July is National Ice Cream Month, and this year’s National Ice Cream Day is on July 17. According to Chicago-based research company Mintel, ice cream has more than $50 billion in annual global sales, and people in the United States consume the most ice cream in the world (about 18.4 liters of ice cream per person every year). Thus, unsurprisingly, ice cream is a beloved treat by event guests. Here are five creative ways to make ice cream the center of a memorable event.
1. Raise money for a good cause.
On June 4, Andover Town Market in Massachusetts held a grand-opening celebration that doubled as a fund-raiser for the local little league. Those dressed in little league outfits were given free ice cream, and the treat was sold to people not in uniform. According to the Andover Townsman, about 700 little league players showed up, about 1,000 free ice creams were given, and the event raised about $2,000.
Meanwhile in Boston, the annual Jimmy Fund Scooper Bowl, an all-you-can-eat ice cream festival, raises money for cancer research and patient care at the Dana-Farber Cancer Institute. According to Jimmy Fund Scooper Bowl organizers, the event has raised more than $5 million since its launch in 1983. And for this year’s National Ice Cream Month, Baskin-Robbins (which also does catering for groups) launched two new items: the Polar Pizza as well as the U.S.O. Patriot Pop, which benefits the United Service Organizations.
"National Ice Cream Month is our favorite month of the year, and this July we're celebrating the joy that ice cream brings to people's lives in a number of ways," said Baskin-Robbins vice president of marketing Carol Austin. "We're so excited to introduce ice cream lovers nationwide to our Polar Pizza, which is a completely customizable ice cream treat they can enjoy with friends and family like a pizza. We're honored to help celebrate the U.S.O.'s 75th anniversary with our special U.S.O. Patriot Pop flavor and to support military service members and their family members on National Ice Cream Day through our donation program."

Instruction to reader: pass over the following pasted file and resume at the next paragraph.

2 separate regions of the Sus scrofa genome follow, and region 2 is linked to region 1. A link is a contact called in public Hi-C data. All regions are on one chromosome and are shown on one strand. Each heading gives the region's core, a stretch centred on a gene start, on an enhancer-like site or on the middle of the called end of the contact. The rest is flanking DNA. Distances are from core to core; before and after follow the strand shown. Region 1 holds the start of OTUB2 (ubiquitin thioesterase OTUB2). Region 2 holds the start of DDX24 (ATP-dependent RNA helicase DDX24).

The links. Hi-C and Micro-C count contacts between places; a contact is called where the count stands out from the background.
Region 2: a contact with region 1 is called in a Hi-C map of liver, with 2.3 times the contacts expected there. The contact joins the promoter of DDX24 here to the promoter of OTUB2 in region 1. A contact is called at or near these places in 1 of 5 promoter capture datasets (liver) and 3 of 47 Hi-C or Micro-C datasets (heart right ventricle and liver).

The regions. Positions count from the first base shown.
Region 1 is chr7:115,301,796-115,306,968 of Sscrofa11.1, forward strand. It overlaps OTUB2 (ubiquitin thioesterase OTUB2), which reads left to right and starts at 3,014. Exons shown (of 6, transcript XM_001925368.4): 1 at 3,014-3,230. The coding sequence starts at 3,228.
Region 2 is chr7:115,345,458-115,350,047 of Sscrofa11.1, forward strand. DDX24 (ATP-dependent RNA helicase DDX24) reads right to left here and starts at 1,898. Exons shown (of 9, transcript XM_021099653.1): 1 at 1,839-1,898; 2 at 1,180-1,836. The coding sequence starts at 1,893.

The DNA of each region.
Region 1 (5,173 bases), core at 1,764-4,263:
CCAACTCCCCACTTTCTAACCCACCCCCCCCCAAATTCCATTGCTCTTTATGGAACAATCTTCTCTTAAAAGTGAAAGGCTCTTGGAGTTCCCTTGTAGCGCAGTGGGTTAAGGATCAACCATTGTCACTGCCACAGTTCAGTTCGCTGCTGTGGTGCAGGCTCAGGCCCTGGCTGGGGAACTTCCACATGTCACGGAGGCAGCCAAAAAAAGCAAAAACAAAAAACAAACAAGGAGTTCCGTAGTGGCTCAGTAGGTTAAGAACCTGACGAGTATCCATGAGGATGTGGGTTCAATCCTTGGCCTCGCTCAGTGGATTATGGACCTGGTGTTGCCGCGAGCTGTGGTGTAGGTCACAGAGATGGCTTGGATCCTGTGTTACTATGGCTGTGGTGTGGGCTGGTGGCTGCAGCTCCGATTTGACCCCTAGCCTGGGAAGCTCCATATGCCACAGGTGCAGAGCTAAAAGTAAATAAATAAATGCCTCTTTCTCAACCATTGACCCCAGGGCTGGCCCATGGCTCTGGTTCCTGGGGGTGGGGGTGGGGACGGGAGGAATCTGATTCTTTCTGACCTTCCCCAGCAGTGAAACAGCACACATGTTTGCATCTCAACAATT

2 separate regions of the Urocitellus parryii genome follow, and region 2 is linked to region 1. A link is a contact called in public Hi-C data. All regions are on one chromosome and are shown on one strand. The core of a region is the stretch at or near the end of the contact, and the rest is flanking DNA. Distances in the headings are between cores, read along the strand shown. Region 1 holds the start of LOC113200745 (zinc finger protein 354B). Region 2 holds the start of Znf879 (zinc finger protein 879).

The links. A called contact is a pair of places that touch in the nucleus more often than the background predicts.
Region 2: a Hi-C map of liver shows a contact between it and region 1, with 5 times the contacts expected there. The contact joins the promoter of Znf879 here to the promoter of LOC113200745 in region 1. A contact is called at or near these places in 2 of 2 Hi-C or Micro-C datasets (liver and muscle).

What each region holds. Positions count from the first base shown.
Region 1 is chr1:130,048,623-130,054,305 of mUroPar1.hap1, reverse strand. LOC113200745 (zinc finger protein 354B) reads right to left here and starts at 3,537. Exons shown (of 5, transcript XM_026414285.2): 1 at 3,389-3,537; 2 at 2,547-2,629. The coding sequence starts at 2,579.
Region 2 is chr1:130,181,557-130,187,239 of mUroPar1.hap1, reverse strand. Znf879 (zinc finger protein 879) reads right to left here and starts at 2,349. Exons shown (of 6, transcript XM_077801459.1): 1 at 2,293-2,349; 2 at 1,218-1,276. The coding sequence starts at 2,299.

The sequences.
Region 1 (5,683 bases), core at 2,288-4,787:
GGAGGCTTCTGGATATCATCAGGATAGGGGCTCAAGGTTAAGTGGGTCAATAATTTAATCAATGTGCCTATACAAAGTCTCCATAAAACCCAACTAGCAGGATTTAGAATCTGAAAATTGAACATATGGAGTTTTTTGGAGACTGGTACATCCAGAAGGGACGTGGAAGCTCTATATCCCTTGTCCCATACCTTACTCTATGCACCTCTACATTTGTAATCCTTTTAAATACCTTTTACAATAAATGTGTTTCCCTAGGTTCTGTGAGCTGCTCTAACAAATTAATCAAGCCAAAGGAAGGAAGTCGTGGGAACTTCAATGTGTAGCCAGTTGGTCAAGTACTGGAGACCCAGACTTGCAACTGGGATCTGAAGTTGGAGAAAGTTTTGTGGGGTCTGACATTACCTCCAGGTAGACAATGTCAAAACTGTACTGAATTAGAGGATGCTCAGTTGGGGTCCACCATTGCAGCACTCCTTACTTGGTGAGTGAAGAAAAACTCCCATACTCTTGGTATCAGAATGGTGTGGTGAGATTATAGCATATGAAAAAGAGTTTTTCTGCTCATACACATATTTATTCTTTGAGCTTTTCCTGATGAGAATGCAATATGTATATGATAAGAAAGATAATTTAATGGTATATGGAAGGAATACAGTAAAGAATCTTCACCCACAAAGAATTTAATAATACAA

2. Create a promotion for television or movies.
Fox Broadcasting Company enticed people with ice cream to promote its horror-comedy series Scream Queens, which premiered in September 2015. The network held “Ice Cream for Scream Queens” street stunts in various markets, including Philadelphia and San Diego, in the weeks leading up to the series premiere. Event workers took a Scream Queens ice cream cart to the streets and gave free ice cream scoops to people who screamed loudly.
In a cross-promotion with Discovery Channel’s Shark Week this year, Stone Cold Creamery locations in June introduced two new items on the menu for a limited time: Shark Frenzy Creation, consisting of Blue Sweet Cream Ice Cream mixed with graham-cracker pie crust and gummy sharks, and the Great Blue Cupcake, a chocolate cup filled with a layer of yellow cake and Blue Sweet Cream Ice Cream, topped with blue fluffy frosting and a gummy shark.
Also in June, National Frozen & Refrigerated Foods Association members held giveaways at their retail locations for ice cream and other frozen food in a cross-promotion with the 20th Century Fox animated film Ice Age: Collision Course, which arrives in theaters on July 22. Promotional items, such as signage and social media banners, incorporated images from the movie and participating frozen food brands.